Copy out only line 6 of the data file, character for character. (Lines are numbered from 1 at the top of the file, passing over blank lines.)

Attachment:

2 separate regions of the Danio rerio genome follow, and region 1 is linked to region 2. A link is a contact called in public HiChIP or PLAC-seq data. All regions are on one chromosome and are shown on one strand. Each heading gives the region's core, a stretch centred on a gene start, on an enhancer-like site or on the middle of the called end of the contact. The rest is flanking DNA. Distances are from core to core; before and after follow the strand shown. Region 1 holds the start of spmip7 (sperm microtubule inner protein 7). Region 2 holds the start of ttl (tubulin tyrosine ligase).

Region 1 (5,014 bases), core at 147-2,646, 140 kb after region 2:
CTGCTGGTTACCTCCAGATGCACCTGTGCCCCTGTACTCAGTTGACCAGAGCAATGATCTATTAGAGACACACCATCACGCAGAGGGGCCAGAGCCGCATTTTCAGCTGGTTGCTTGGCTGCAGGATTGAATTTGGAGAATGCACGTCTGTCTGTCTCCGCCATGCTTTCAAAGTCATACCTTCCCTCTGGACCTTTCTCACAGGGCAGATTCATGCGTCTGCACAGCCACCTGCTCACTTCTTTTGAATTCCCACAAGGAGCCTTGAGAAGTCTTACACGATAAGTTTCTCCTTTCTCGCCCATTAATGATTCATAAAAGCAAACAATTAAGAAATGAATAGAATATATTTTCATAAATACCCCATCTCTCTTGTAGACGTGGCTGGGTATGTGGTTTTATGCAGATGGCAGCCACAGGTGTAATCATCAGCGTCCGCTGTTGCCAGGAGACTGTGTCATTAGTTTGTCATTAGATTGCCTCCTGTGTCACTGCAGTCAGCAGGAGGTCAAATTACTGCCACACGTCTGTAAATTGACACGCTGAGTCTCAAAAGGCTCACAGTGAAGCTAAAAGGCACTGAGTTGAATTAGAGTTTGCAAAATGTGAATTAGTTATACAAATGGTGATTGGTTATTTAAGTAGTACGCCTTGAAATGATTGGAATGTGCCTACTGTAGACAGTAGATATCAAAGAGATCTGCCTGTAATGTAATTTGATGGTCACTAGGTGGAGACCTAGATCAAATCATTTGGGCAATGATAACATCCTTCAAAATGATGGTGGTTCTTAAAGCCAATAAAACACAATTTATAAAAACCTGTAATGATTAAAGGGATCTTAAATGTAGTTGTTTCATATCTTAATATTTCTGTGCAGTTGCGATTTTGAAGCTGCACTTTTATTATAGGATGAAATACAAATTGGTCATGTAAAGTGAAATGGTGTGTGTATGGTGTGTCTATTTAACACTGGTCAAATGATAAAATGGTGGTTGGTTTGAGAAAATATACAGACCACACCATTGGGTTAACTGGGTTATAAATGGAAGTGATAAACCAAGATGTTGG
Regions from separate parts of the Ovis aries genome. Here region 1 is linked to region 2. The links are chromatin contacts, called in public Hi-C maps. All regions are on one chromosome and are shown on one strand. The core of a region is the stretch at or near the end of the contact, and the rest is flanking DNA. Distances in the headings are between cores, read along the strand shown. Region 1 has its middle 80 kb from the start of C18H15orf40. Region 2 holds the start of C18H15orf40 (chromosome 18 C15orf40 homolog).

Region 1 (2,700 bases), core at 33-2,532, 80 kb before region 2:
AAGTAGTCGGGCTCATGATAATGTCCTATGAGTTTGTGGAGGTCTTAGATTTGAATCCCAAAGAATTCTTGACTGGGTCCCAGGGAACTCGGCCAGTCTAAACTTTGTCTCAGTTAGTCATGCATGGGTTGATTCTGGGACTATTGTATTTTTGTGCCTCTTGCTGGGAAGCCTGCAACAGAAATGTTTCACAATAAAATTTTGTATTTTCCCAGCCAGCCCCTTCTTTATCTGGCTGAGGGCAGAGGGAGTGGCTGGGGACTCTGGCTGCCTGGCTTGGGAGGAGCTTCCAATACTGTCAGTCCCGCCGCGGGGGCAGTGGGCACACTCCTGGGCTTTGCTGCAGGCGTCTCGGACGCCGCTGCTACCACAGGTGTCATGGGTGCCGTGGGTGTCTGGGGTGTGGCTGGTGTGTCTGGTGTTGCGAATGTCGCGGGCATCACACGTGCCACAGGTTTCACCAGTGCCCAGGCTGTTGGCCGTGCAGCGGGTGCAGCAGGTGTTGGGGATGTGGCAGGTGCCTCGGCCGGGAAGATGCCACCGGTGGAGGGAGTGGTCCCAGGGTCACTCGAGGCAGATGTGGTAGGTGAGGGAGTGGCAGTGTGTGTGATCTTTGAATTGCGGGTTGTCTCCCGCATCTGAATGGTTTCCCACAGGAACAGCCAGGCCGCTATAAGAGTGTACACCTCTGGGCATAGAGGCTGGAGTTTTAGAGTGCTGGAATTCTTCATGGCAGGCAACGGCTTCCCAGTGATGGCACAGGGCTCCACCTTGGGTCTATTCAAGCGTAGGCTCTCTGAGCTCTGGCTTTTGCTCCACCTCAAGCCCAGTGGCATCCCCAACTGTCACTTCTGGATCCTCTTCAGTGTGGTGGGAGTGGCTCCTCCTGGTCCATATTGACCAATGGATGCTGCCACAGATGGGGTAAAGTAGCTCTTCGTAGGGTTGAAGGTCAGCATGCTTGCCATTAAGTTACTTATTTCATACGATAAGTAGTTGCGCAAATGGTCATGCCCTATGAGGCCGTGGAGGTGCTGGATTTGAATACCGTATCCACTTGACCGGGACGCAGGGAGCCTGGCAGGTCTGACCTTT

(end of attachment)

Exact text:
AAGTAGTCGGGCTCATGATAATGTCCTATGAGTTTGTGGAGGTCTTAGATTTGAATCCCAAAGAATTCTTGACTGGGTCCCAGGGAACTCGGCCAGTCTAAACTTTGTCTCAGTTAGTCATGCATGGGTTGATTCTGGGACTATTGTATTTTTGTGCCTCTTGCTGGGAAGCCTGCAACAGAAATGTTTCACAATAAAATTTTGTATTTTCCCAGCCAGCCCCTTCTTTATCTGGCTGAGGGCAGAGGGAGTGGCTGGGGACTCTGGCTGCCTGGCTTGGGAGGAGCTTCCAATACTGTCAGTCCCGCCGCGGGGGCAGTGGGCACACTCCTGGGCTTTGCTGCAGGCGTCTCGGACGCCGCTGCTACCACAGGTGTCATGGGTGCCGTGGGTGTCTGGGGTGTGGCTGGTGTGTCTGGTGTTGCGAATGTCGCGGGCATCACACGTGCCACAGGTTTCACCAGTGCCCAGGCTGTTGGCCGTGCAGCGGGTGCAGCAGGTGTTGGGGATGTGGCAGGTGCCTCGGCCGGGAAGATGCCACCGGTGGAGGGAGTGGTCCCAGGGTCACTCGAGGCAGATGTGGTAGGTGAGGGAGTGGCAGTGTGTGTGATCTTTGAATTGCGGGTTGTCTCCCGCATCTGAATGGTTTCCCACAGGAACAGCCAGGCCGCTATAAGAGTGTACACCTCTGGGCATAGAGGCTGGAGTTTTAGAGTGCTGGAATTCTTCATGGCAGGCAACGGCTTCCCAGTGATGGCACAGGGCTCCACCTTGGGTCTATTCAAGCGTAGGCTCTCTGAGCTCTGGCTTTTGCTCCACCTCAAGCCCAGTGGCATCCCCAACTGTCACTTCTGGATCCTCTTCAGTGTGGTGGGAGTGGCTCCTCCTGGTCCATATTGACCAATGGATGCTGCCACAGATGGGGTAAAGTAGCTCTTCGTAGGGTTGAAGGTCAGCATGCTTGCCATTAAGTTACTTATTTCATACGATAAGTAGTTGCGCAAATGGTCATGCCCTATGAGGCCGTGGAGGTGCTGGATTTGAATACCGTATCCACTTGACCGGGACGCAGGGAGCCTGGCAGGTCTGACCTTT